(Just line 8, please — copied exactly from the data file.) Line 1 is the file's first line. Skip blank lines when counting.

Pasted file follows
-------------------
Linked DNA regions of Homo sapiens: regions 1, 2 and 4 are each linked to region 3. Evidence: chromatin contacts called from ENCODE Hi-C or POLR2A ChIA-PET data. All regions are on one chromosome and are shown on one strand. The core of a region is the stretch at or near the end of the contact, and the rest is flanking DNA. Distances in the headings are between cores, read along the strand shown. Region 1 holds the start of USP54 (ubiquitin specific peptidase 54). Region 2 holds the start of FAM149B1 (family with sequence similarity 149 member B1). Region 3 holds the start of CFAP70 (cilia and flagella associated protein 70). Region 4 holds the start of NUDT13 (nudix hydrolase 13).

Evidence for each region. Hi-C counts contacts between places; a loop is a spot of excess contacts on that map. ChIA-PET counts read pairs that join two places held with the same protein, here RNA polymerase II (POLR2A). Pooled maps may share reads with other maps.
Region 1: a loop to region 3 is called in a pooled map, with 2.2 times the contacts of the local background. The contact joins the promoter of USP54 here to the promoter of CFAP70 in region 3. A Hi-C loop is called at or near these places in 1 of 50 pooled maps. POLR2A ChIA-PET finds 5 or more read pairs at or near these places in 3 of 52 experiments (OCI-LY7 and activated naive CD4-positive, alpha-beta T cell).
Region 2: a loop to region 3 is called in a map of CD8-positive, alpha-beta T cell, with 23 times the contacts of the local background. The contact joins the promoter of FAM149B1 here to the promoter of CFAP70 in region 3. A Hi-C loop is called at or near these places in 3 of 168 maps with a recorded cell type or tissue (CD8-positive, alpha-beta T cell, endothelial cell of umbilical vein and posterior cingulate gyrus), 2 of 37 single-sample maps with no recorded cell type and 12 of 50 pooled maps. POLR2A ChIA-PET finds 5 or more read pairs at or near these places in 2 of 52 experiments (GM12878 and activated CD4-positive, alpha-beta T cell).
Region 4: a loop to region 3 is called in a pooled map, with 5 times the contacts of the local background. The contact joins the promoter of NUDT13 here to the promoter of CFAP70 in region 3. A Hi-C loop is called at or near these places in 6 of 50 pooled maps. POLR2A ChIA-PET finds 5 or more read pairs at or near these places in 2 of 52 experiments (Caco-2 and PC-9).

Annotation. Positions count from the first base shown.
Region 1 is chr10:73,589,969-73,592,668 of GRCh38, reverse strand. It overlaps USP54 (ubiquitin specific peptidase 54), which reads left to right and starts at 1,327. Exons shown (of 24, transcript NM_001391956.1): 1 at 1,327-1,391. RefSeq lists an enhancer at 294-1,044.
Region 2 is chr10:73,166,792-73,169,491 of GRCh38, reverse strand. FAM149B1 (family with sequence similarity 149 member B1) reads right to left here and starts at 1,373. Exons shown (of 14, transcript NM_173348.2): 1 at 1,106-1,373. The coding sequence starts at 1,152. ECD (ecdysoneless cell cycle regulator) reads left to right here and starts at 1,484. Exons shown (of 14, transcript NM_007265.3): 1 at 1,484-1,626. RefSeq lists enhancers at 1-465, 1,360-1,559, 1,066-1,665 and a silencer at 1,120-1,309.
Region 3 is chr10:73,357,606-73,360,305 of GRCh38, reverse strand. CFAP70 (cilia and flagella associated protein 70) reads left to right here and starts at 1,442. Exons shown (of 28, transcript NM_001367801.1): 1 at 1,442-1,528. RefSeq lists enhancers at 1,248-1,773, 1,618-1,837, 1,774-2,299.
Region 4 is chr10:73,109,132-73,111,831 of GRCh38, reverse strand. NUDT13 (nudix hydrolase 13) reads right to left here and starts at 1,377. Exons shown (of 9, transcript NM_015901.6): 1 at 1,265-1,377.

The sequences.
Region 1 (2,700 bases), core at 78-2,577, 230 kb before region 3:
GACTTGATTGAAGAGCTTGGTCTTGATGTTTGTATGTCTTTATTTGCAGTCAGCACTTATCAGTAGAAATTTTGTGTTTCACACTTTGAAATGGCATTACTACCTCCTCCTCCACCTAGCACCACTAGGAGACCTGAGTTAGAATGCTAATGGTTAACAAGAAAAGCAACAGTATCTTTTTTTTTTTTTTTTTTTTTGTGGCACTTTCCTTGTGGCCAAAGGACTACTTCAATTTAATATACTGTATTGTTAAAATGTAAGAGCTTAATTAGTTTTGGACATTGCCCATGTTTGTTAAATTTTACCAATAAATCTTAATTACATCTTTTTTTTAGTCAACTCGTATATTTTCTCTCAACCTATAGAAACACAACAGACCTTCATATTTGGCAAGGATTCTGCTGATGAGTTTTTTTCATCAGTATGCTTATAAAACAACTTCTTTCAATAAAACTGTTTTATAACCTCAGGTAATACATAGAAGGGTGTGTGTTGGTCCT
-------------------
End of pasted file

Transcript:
Region 2 is chr10:73,166,792-73,169,491 of GRCh38, reverse strand. FAM149B1 (family with sequence similarity 149 member B1) reads right to left here and starts at 1,373. Exons shown (of 14, transcript NM_173348.2): 1 at 1,106-1,373. The coding sequence starts at 1,152. ECD (ecdysoneless cell cycle regulator) reads left to right here and starts at 1,484. Exons shown (of 14, transcript NM_007265.3): 1 at 1,484-1,626. RefSeq lists enhancers at 1-465, 1,360-1,559, 1,066-1,665 and a silencer at 1,120-1,309.